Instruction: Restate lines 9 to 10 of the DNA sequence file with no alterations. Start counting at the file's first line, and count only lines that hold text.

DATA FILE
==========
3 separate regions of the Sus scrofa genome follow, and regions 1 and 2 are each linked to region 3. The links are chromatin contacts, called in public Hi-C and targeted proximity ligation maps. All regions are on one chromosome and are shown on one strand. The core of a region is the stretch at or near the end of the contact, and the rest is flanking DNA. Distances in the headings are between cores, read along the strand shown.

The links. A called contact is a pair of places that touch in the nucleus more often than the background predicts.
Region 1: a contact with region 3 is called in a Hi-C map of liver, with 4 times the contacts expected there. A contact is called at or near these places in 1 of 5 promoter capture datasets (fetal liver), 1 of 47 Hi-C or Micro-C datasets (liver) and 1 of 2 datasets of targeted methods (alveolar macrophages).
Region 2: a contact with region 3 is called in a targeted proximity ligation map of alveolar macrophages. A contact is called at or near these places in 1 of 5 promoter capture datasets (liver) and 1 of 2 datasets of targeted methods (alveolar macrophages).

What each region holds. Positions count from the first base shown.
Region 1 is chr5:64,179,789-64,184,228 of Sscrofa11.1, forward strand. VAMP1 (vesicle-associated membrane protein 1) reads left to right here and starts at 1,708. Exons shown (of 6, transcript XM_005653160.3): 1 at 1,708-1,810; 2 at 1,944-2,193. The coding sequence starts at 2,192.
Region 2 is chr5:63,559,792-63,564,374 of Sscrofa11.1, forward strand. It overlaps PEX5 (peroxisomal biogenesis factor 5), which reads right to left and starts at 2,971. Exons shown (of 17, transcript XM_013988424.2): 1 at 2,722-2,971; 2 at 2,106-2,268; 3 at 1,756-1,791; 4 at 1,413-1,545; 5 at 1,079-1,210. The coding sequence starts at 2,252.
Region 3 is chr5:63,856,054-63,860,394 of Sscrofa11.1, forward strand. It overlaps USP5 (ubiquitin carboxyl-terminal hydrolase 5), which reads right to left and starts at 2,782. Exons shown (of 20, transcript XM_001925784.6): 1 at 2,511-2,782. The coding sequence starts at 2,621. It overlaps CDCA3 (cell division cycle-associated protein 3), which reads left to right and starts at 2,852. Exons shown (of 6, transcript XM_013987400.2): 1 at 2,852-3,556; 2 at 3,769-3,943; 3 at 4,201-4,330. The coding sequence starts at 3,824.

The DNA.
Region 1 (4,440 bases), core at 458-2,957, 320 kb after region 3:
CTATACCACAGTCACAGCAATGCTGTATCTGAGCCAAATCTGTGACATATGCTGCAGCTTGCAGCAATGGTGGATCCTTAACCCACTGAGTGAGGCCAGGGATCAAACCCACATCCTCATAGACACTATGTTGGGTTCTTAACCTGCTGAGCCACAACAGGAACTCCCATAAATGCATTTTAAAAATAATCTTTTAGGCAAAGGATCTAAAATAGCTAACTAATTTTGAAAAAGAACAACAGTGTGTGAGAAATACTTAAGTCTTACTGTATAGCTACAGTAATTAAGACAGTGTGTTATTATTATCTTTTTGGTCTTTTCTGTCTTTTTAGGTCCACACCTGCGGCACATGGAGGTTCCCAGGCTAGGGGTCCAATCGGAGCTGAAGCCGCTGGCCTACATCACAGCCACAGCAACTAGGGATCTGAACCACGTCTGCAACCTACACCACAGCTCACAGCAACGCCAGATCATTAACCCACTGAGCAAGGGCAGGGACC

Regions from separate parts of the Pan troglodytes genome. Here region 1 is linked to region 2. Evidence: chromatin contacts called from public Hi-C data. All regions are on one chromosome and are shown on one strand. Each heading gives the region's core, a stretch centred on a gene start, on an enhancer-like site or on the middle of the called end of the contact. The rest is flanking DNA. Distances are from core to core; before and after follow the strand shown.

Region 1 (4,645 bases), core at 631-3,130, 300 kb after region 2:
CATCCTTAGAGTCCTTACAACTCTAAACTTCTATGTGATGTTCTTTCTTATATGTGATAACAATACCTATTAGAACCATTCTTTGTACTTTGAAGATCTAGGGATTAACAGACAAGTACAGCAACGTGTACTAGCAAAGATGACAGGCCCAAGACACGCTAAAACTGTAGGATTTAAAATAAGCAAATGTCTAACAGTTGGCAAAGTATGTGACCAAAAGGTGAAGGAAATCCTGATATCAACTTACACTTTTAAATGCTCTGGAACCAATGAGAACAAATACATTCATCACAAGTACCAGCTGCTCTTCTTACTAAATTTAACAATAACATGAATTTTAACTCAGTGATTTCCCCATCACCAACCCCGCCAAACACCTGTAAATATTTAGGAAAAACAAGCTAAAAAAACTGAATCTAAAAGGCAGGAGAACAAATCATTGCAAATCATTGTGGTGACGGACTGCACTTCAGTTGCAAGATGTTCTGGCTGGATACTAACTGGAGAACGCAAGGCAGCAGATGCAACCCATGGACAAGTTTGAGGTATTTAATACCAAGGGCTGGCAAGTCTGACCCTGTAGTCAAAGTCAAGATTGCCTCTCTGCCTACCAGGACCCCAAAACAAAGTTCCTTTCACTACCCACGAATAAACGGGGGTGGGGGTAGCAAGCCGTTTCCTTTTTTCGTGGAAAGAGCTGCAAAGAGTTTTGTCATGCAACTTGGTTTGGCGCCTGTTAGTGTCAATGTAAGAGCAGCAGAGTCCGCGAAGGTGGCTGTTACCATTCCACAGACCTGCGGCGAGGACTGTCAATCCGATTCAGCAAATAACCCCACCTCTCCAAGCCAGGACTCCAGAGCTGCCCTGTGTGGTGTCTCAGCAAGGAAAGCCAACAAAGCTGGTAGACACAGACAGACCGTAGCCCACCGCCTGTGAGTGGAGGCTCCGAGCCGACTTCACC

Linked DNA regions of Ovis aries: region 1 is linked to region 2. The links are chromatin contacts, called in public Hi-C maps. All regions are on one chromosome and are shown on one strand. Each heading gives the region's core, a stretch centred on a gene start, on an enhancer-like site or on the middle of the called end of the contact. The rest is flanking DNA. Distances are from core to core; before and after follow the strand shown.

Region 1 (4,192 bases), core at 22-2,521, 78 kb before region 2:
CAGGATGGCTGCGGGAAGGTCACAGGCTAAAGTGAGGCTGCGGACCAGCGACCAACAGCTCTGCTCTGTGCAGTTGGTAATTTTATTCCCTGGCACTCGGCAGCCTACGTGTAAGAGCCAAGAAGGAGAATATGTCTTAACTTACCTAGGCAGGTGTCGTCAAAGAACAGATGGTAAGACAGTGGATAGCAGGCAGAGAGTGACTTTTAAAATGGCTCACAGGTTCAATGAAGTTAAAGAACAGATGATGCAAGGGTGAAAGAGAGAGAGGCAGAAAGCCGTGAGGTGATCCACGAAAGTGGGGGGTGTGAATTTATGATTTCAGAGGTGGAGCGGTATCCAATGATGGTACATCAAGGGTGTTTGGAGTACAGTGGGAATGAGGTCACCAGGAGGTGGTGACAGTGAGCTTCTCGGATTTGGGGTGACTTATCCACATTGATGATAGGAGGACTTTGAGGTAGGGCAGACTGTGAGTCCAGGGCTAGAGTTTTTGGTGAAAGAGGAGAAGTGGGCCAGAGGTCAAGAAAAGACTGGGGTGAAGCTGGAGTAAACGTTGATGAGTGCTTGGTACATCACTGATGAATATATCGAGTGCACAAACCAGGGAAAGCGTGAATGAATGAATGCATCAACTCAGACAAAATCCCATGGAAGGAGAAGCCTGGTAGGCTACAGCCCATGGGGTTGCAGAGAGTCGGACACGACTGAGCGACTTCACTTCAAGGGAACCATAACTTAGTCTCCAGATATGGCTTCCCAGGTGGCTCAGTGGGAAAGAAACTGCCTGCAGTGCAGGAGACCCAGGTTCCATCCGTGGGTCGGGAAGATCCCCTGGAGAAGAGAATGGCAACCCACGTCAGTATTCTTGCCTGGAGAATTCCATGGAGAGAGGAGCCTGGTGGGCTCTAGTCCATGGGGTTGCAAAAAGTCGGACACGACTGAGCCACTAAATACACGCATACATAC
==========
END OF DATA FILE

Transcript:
The DNA.
Region 1 (4,440 bases), core at 458-2,957, 320 kb after region 3: